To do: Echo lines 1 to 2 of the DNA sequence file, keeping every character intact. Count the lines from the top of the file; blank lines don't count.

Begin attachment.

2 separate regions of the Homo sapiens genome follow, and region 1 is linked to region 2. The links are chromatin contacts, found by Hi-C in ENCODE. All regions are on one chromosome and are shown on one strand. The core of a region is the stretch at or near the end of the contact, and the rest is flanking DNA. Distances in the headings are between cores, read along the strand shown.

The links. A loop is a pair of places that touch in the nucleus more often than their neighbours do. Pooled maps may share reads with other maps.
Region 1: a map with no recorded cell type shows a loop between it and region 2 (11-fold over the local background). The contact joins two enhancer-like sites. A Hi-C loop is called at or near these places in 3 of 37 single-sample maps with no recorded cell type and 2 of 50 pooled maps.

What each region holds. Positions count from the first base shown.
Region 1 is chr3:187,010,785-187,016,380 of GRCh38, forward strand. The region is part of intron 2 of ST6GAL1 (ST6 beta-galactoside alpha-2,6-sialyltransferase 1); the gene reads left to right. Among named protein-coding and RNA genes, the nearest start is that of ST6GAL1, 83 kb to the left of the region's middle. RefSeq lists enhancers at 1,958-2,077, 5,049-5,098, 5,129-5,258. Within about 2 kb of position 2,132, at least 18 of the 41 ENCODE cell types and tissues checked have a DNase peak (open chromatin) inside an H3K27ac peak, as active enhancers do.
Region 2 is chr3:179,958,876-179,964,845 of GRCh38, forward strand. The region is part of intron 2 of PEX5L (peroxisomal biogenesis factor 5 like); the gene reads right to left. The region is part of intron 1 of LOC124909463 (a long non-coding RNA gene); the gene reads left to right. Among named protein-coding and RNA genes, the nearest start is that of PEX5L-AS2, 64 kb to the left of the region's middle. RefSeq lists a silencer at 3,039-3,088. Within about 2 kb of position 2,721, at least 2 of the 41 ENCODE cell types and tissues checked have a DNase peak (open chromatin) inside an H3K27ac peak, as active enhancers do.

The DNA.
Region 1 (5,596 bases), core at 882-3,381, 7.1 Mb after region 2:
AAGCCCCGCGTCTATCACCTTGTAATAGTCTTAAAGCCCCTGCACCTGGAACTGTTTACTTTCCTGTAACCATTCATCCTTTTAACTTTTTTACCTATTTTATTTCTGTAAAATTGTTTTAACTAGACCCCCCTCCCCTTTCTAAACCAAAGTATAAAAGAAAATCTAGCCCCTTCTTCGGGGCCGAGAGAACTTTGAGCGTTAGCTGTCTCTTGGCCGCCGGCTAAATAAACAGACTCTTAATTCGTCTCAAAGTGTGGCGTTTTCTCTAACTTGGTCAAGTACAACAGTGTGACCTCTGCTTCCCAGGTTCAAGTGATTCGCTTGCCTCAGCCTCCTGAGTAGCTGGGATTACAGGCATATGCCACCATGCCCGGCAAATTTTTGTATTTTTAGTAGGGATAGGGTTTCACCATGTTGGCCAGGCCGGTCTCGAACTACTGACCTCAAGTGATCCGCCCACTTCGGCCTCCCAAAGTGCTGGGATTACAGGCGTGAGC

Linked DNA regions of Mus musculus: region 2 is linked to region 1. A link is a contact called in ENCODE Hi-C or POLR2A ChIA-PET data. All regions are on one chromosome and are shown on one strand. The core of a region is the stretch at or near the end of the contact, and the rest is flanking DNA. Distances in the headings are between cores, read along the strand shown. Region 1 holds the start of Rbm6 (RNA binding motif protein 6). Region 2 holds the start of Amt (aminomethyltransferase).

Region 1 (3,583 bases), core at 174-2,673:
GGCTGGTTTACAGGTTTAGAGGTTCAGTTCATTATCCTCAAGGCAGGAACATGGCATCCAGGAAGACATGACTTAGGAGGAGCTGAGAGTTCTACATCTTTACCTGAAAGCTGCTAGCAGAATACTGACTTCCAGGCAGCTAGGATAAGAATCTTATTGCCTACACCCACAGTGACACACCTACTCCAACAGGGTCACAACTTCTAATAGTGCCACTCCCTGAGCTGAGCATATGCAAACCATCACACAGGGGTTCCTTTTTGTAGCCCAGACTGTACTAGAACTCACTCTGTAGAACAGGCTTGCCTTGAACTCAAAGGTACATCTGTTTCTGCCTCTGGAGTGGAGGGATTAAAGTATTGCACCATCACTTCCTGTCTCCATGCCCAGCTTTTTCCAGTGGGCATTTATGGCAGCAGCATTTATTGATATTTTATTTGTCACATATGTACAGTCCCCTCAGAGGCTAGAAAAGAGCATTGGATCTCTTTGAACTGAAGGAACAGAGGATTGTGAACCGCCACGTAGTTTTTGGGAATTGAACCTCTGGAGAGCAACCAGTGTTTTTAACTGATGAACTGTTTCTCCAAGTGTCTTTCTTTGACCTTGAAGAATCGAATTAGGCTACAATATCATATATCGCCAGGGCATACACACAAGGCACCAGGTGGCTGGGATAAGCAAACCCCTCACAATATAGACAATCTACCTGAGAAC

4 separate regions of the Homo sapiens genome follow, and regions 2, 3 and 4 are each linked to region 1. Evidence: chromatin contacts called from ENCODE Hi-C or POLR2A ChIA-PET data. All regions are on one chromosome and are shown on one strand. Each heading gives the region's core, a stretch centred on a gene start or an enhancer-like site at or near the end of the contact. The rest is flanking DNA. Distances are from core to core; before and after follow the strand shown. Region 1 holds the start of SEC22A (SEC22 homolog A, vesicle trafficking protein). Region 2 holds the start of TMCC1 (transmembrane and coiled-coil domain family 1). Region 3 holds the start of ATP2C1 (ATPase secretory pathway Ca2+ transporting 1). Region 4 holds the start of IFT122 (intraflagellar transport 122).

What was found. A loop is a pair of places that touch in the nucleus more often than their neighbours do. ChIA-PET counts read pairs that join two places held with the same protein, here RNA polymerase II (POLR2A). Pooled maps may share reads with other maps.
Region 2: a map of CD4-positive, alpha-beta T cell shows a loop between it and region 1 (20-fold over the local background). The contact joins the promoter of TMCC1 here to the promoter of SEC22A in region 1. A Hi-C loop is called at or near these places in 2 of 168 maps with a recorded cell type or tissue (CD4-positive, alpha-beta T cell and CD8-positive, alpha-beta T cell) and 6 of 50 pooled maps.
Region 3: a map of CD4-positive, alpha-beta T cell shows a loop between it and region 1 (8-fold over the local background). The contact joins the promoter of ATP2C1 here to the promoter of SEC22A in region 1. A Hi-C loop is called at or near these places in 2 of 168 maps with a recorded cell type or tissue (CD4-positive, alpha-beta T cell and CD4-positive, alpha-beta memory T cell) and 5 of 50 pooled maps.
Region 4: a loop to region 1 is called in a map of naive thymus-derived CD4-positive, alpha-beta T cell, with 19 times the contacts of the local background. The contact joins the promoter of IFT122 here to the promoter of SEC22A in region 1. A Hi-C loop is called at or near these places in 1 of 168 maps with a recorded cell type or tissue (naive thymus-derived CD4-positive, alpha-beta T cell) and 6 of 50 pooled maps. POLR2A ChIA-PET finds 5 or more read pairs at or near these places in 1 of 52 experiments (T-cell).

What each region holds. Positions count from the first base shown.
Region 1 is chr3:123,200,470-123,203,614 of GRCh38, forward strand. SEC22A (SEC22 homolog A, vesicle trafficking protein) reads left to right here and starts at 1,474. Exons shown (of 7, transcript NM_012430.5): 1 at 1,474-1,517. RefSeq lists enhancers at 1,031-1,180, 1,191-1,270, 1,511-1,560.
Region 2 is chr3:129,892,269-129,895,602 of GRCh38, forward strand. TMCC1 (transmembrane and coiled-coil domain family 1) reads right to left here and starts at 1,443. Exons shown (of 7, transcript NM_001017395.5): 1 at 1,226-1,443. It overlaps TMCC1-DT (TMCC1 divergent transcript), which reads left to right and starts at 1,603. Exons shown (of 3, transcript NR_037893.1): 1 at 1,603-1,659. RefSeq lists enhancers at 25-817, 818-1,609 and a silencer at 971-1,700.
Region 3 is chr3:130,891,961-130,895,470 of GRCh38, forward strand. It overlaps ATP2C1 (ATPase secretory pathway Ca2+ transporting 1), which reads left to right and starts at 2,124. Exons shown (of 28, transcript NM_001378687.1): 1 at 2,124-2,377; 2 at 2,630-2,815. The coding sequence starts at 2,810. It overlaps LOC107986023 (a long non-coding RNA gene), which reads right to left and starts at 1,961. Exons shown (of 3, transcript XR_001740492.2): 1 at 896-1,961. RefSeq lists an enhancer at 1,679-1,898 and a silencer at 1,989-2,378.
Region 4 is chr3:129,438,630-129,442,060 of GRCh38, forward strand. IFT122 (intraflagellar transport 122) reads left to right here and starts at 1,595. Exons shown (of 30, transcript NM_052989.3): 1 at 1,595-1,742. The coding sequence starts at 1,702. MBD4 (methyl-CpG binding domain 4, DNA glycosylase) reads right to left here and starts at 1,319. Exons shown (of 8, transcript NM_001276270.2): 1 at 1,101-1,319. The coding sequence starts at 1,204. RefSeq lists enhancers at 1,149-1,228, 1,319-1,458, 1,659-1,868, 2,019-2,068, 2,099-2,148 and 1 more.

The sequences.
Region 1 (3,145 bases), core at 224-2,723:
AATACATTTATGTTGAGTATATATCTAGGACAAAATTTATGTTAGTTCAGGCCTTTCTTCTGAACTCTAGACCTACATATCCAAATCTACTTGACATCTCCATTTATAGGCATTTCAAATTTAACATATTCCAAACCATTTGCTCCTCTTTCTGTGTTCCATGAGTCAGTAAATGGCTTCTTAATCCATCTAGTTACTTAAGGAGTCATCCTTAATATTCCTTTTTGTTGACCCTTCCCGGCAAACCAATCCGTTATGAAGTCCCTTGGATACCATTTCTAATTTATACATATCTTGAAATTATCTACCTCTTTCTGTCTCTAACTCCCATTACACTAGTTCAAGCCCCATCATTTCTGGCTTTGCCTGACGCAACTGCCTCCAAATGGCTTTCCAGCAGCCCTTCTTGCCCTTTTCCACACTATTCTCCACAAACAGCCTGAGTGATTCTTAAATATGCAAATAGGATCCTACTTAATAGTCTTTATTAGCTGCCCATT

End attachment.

2 separate regions of the Homo sapiens genome follow, and region 1 is linked to region 2. The links are chromatin contacts, found by Hi-C in ENCODE. All regions are on one chromosome and are shown on one strand. The core of a region is the stretch at or near the end of the contact, and the rest is flanking DNA. Distances in the headings are between cores, read along the strand shown.

The links. A loop is a pair of places that touch in the nucleus more often than their neighbours do. Pooled maps may share reads with other maps.